Wary and tepid no more, I now push through the discomfort and promote the pro-life cause with courage, credibility and love. Practical ministry, not politics.
Abortion makes us uncomfortable. It’s an extreme topic associated with extreme politics—right or left—and we don’t like controversy. I understand.
I must write about this, however, and here’s the reason: Although I hate partisan politics, I love children—especially their potential and this includes those yet unborn. Further, having experienced the joy of being a father, as a minister of the gospel, and in my current vocational role, it would be unconscionable for me to not talk about this issue.
Most are initially uneasy when I tell them I work as Executive Director of Church Outreach & Engagement at Care Net. If I post something about abortion on Facebook, even if it is thought-provoking and civil, it tends to be avoided—certainly rarely liked, commented on, or shared.
I’ve found that even many good pastors, like myself, who are intellectually, philosophically, and theologically against abortion, are wary and tepid in their support of the pro-life cause. Why? Among other reasons, often they see abortion as code for partisan politics or a “God is a Republican” mentality. I get it and, candidly, some of the most ardently pro-life advocates I have pastored were also the most arrogant, weird, or unloving.
When I started at Care Net in January of this year, I had to immerse myself in the key advocates, researchers, organizations, events, and literature of the movement. I learned a lot. Although still wanting to distance myself from politics, I am now a churchman on the front lines of the pro-life cause. Here are four big discoveries that changed me:
- There are nearly one million abortions in the U.S. each year—I knew that, but there are over forty-two million abortions that occur annually around the world! China is the largest contributor: Over 35K unborn Chinese children are ripped from the womb every day, and more than half of the women there have had at least one abortion. Seeing myself as more a global citizen these days, these numbers have both overwhelmed and further engaged me.
- The U.S. is one of four nations where federal law gives women access to abortions through all nine months of pregnancy for any reason, including sex selection. Only Canada, China, and North Korea share this distinction. China and North Korea are strange bedfellows for supposed progressive nations that fancy their status as champions for human rights. Yes, some states have made laws to limit abortion access and protect unborn life, but not all. For example, abortions in California represent 17% of all abortions conducted in the United States. Further, “California does not have any of the major types of abortion restrictions—such as waiting periods, mandated parental involvement or limitations on publicly funded abortions.” Lest any think this is just a west coast-liberal thing, Delaware just joined them in giving greater access to abortion through all nine months.
- “An estimated 92 percent of all women who receive a prenatal diagnosis of Down syndrome choose to terminate their pregnancies.” I still can’t fathom this.
- The vast majority of Planned Parenthood’s abortions are performed on minority women (62%) and overwhelmingly prevent minority children from coming to term. In New York City in 2013, more African American babies were aborted than were born! A big fan of the movies like Mississippi Burning and the moral courage of Dr. Martin Luther King, Jr., I never knew how much abortion targets, disproportionately discriminates against, and ravages the black community.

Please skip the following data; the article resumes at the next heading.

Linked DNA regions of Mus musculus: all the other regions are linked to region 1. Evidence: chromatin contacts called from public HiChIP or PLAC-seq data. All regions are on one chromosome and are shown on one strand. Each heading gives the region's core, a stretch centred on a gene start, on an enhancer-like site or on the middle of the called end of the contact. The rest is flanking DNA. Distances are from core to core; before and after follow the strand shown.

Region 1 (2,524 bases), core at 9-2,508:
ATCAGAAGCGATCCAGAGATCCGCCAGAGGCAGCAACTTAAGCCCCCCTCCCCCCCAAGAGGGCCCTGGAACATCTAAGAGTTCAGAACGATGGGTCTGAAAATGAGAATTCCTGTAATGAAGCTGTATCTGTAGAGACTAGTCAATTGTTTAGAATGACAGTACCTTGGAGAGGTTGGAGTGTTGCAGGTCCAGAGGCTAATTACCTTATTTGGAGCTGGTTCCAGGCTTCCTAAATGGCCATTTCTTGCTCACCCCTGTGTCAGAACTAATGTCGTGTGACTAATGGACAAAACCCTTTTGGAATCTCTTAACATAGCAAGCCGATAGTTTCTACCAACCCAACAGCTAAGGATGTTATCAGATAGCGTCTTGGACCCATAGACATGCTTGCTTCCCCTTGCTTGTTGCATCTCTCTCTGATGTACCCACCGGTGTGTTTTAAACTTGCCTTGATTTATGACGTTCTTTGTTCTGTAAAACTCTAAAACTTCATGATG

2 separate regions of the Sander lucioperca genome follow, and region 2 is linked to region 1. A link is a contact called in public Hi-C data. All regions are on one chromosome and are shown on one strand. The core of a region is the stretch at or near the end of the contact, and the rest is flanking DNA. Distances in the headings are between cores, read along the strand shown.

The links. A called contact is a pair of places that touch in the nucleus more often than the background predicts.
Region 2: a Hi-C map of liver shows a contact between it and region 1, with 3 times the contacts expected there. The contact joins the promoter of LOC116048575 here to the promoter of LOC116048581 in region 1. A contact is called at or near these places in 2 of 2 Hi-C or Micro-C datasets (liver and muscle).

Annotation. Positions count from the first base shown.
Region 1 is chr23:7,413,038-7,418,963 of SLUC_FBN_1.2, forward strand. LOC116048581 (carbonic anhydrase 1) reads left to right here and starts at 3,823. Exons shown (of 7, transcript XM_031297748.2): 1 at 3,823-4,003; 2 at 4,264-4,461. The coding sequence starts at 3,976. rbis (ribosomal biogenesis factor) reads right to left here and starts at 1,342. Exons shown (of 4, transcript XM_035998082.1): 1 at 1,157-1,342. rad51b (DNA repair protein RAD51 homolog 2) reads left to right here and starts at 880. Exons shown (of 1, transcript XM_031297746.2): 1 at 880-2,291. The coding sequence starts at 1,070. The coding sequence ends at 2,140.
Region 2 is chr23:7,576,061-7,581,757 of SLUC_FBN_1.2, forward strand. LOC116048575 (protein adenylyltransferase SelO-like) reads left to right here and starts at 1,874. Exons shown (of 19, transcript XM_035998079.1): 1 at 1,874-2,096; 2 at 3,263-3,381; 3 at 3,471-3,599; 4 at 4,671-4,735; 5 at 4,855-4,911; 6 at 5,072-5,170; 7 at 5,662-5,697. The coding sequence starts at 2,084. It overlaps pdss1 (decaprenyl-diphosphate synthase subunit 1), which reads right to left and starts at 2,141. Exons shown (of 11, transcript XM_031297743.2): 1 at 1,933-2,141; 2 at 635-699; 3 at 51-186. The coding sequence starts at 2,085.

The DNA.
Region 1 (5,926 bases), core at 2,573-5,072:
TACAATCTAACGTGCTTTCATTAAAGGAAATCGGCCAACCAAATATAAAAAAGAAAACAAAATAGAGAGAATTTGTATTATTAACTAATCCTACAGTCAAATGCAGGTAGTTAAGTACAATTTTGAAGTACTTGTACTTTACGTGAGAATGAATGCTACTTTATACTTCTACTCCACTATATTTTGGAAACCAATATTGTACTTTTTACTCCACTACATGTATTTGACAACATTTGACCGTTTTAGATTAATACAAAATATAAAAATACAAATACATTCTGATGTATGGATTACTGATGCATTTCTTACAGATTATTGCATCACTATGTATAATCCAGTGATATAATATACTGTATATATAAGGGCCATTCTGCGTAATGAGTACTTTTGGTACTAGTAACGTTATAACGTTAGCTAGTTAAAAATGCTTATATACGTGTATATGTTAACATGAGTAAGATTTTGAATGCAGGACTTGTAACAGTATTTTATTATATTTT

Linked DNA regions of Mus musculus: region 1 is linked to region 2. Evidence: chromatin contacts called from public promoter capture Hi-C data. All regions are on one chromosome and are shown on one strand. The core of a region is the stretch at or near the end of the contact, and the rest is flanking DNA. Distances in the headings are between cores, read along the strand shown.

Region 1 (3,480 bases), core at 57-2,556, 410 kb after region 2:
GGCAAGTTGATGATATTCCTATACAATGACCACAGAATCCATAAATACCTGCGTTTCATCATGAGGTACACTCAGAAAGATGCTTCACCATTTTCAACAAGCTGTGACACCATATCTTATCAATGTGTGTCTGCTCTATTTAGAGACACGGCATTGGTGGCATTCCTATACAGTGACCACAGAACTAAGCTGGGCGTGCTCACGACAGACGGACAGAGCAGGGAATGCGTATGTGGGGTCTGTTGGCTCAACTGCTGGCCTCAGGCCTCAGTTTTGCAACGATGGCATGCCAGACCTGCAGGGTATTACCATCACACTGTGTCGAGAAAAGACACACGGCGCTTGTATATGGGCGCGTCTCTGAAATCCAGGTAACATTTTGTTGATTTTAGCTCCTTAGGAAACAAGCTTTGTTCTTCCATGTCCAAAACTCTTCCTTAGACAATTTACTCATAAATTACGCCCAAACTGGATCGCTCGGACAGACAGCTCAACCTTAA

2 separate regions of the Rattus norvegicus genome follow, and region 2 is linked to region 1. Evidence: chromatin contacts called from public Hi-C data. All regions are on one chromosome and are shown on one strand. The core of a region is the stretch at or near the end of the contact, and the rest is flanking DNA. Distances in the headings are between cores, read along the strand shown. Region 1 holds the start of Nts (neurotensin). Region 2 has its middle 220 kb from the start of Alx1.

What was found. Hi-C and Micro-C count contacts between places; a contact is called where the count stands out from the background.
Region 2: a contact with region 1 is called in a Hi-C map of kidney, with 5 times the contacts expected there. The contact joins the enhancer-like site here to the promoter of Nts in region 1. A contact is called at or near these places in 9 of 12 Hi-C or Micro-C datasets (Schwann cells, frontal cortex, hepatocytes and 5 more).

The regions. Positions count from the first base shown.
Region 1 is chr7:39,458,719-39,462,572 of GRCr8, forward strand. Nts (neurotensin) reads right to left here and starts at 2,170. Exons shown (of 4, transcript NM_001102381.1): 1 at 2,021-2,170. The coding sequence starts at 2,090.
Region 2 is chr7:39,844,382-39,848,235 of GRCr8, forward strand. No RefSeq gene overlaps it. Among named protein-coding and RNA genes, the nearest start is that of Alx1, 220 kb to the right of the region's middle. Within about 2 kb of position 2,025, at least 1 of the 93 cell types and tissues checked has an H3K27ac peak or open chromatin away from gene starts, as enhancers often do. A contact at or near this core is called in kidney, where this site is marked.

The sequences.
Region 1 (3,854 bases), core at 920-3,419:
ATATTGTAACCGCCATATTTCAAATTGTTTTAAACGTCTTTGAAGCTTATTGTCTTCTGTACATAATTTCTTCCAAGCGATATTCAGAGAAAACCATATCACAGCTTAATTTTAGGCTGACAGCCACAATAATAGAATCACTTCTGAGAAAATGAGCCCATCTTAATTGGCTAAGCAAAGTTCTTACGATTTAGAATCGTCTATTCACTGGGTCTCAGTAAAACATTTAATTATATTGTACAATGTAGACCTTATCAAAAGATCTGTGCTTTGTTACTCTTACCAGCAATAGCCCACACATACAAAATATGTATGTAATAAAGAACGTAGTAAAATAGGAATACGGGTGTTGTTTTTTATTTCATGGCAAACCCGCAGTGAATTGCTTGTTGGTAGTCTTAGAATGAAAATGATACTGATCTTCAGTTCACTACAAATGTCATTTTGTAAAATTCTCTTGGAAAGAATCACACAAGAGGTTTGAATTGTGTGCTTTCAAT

Accordingly, these realities raised my life-affirming IQ, but so what? How has this new knowledge changed me? A year ago, as a pastor, I would remember Sanctity of Human Life Sunday in January and make sure there was an insert in the bulletin. I might preach on the topic, but not necessarily. I would leave anything else to the local Pregnancy Center. Today, I would not miss an opportunity to raise awareness and speak on life issues. Further, I would reach out to the local pregnancy center in my community and work together with them to build an effective, relational bridge between their clients and local church discipleship.
What about those facing an unplanned or unwanted pregnancy in my church? I would work to cultivate a culture in our congregation that offered compassion, hope, and help to women and men. Although human nature is to hide and blame, the last thing I want is to have a guy or girl in our midst feel unsupported, potentially judged, and hide the consequences of their actions with an abortion.
Wary and tepid no more, I now push through the discomfort and promote the pro-life cause with courage, credibility and love. Practical ministry, not politics. As a minister of Jesus Christ, my first allegiance is to the gospel and my primary mission is to make disciples. It’s not to overturn Roe v. Wade or end abortion, as worthy as those goals are in other spheres. The courts can make abortion illegal; only God through his church can make abortion unthinkable. My joy—my honor—is to partner with the God of the Universe as he changes hearts, the “make abortion unthinkable” part of the equation.
This post was first published at Carpenter Theologian.
 Guttmacher Institute, State Facts About Abortion: California, https://goo.gl/cn3YHM. 11 Id.
 David Platt, Counter Culture (Carol Stream, IL: Tyndale), 75.
 Jones RK and Jerman J, Abortion incidence and service availability in the United States, 2014, Perspectives on Sexual and Reproductive Health, 2017, 49(1), doi:10.1363/psrh.12015.
 Guttmacher Institute, State Facts About Abortion: California, https://goo.gl/cn3YHM. 11 Id
 David Platt, Counter Culture (Carol Stream, IL: Tyndale), 67.
 The documentary Maafa 21: Black Genocide in the 21st Century has also alerted me to this.